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Lecture 6

ECON 101 Lecture Notes - Lecture 6: Noodle, Inferior Good, Oligarchy
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Winter 2015
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Department
Economics
Course Code
ECON 101
Professor
Marina Adshade
Lecture
6

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ECON 101 - Lecture #6 - Markets and Demand
Markets
A group of buyers and sellers of a good or service
Involves interaction of buyers and sellers
Typically establishes a price for the good or service
Buyers determine demand
Sellers determine supply
Types of Markets
A competition market
Independent buyers and independent sellers
No monopoly (no single buyer or seller is powerful to influence the price
The goods being offered are identical
Firms are free to enter and leave the market
If the four qualities listed above are satisfied, the market is perfectly competitive
Uncompetitive markets
○ Monopoly
○ Oligarchy
The competitive market might not be the fitting model for every market; but that is what
we are going to use for the sake of simplicity
Question 1
Why did bacon and lime become very expensive last year?
● Answer
Disease on piglets caused supply to decrease
Mexico’s heavy rainfall caused the the underproduction of limes
This question gives a little insight into the relationship between supply and price
Demand and Supply Model
The basic supply and demand model shows how buyers and sellers interact to
determine price and quantity sold
This model works best for competitive market
For competitive markets (refer to the four requirements above), price adjusts
quickly and reflect the buyers’ and sellers’ wishes
Demand
Quantity demand is the amount of good consumers would like to purchase during a
specific period of time
Quantity demanded might be different from quantity actually bought or quantity
exchanged
Factors that influence demand
Good’s price
Price of related goods
Consumers’ income
Consumers’ preferences and tastes
Expectations about the future
The number of consumers in the market
As price increases, demand decreases (As per Figure 1)

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Description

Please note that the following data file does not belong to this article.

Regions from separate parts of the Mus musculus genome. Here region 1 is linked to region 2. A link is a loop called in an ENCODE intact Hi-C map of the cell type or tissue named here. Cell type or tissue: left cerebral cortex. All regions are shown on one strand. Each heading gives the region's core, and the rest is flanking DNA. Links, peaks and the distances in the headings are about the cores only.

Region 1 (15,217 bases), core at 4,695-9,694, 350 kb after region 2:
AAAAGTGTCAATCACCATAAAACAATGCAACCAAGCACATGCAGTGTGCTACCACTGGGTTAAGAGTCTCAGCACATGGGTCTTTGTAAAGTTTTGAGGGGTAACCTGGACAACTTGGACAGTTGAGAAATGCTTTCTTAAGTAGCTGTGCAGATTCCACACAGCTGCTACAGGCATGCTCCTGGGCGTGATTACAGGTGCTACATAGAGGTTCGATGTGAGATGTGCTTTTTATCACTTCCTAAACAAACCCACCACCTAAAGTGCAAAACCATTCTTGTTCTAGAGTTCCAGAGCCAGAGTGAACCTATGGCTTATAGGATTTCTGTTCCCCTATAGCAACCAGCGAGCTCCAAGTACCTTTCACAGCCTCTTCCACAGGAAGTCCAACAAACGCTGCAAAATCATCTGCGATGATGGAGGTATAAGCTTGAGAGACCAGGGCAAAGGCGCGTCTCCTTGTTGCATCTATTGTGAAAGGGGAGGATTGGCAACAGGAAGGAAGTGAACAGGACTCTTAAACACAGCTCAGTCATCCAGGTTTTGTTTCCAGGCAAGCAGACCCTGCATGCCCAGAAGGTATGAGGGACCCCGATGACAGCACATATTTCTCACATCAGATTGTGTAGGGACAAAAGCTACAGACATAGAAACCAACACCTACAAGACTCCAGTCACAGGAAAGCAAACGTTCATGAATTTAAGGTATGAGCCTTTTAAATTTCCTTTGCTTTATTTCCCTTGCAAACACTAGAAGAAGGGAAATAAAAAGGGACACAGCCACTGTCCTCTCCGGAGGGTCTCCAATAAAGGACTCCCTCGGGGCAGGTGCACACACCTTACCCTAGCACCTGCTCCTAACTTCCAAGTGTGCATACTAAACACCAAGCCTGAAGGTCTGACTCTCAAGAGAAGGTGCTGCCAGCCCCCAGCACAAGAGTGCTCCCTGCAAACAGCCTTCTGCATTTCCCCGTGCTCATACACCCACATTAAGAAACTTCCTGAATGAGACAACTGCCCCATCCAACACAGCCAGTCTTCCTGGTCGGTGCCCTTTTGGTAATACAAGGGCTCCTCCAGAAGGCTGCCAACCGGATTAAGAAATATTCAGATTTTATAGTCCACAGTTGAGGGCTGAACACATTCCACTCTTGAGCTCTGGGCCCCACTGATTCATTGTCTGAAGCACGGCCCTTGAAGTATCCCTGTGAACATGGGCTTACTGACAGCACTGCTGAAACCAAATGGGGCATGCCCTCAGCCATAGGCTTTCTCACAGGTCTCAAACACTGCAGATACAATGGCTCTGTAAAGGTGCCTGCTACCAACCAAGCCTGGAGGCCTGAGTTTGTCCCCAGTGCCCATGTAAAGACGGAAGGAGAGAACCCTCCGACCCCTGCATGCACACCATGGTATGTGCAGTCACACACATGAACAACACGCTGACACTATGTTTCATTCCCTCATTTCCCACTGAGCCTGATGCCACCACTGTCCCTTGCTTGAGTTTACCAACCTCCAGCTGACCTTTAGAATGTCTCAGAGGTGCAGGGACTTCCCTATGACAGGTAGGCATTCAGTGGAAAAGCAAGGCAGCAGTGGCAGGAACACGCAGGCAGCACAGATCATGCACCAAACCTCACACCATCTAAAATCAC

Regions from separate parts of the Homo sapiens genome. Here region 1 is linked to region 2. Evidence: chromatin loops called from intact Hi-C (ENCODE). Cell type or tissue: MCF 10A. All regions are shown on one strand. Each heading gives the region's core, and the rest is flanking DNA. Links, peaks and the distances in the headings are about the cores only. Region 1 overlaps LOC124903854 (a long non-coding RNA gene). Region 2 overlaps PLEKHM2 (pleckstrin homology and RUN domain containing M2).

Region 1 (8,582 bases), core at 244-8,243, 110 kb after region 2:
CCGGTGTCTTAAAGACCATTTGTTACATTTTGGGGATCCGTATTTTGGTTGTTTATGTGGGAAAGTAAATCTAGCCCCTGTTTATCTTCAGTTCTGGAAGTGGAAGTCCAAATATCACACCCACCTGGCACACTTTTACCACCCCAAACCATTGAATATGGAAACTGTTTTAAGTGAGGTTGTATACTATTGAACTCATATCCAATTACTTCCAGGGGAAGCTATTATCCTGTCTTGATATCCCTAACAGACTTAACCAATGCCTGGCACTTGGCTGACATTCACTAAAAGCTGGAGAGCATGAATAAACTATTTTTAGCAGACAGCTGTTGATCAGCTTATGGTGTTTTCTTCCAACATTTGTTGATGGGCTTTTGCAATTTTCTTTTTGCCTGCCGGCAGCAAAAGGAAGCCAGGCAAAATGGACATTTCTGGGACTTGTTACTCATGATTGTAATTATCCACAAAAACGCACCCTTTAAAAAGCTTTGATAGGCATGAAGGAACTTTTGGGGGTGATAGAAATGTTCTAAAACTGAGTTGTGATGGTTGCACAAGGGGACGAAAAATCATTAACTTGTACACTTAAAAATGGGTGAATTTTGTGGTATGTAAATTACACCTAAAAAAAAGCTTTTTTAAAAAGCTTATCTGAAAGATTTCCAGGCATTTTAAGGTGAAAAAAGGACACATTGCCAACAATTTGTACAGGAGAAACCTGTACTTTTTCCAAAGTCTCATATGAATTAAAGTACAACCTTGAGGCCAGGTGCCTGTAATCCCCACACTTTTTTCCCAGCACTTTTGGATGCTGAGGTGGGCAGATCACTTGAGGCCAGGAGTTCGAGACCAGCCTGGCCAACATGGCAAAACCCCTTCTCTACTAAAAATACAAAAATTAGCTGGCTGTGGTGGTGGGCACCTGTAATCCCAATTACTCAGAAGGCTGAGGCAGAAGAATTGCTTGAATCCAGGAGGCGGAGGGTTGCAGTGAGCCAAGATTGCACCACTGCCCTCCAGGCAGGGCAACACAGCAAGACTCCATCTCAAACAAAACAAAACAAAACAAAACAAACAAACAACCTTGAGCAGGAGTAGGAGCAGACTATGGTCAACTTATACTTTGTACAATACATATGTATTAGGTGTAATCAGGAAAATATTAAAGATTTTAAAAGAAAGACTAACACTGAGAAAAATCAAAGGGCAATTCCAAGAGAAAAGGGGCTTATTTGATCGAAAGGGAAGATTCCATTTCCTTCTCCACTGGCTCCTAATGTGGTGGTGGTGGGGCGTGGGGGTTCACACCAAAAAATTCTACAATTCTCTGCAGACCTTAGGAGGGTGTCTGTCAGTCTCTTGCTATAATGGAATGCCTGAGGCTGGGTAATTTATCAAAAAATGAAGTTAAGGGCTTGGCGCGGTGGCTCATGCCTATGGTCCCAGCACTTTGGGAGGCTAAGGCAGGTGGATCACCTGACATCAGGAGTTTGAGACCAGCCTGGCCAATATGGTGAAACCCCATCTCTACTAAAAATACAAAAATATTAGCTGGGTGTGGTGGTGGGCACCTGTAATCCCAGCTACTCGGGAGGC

ECON 101 - Lecture #6 - Markets and Demand Markets ● A group of buyers and sellers of a good or service ● Involves interaction of buyers and sellers ● Typically establishes a price for the good or service ● Buyers determine demand ● Sellers determine supply Types of Markets ● A competition market ○ Independent buyers and independent sellers ○ No monopoly (no single buyer or seller is powerful to influence the price ○ The goods being offered are identical ○ Firms are free to enter and leave the market ● If the four qualities listed above are satisfied, the market is perfectly competitive ● Uncompetitive markets ○ Monopoly ○ Oligarchy ● The competitive market might not be the fitting model for every market; but that is what we are going to use for the sake of simplicity Question 1 ● Why did bacon and lime become very expensive last year? ● Answer ○ Disease on piglets caused supply to decrease ○ Mexico’s heavy rainfall caused the the underproduction of limes ● This question gives a little insight into the relationship between supply and price Demand and Supply Model ● The basic supply and demand model shows how buyers and sellers interact to determine price and quantity sold ○ This model works best for competitive market ○ For competitive markets (refer to the four requirements above), price adjusts quickly and reflect the buyers’ and sellers’ wishes Demand ● Quantity demand is the amount of good consumers would like to purchase during a specific period of time ● Quantity demanded might be different from quantity actually bought or quantity exchanged ● Factors that influence demand ○ Good’s price ○ Price of related goods ○ Consumers’ income ○ Consumers’ preferences and tastes ○ Expectations about the future ○ The number of consumers in the market ● As price increases, demand decreases (As per Figure 1) ○ Price on the y-axis, demand on the x-axis ○ Demand could also be called demand curve ● A demand schedule shows the numerical tabulation of quantity demanded at different prices (basically a table for plotting the graph) Figure 1. Comparison of demand schedule and demand curve. ● The actual demand graph is not linear, but linear graphs are easier to work with ○ They also offer approximations of prices and quantities that are close enough Law of Demand ● D
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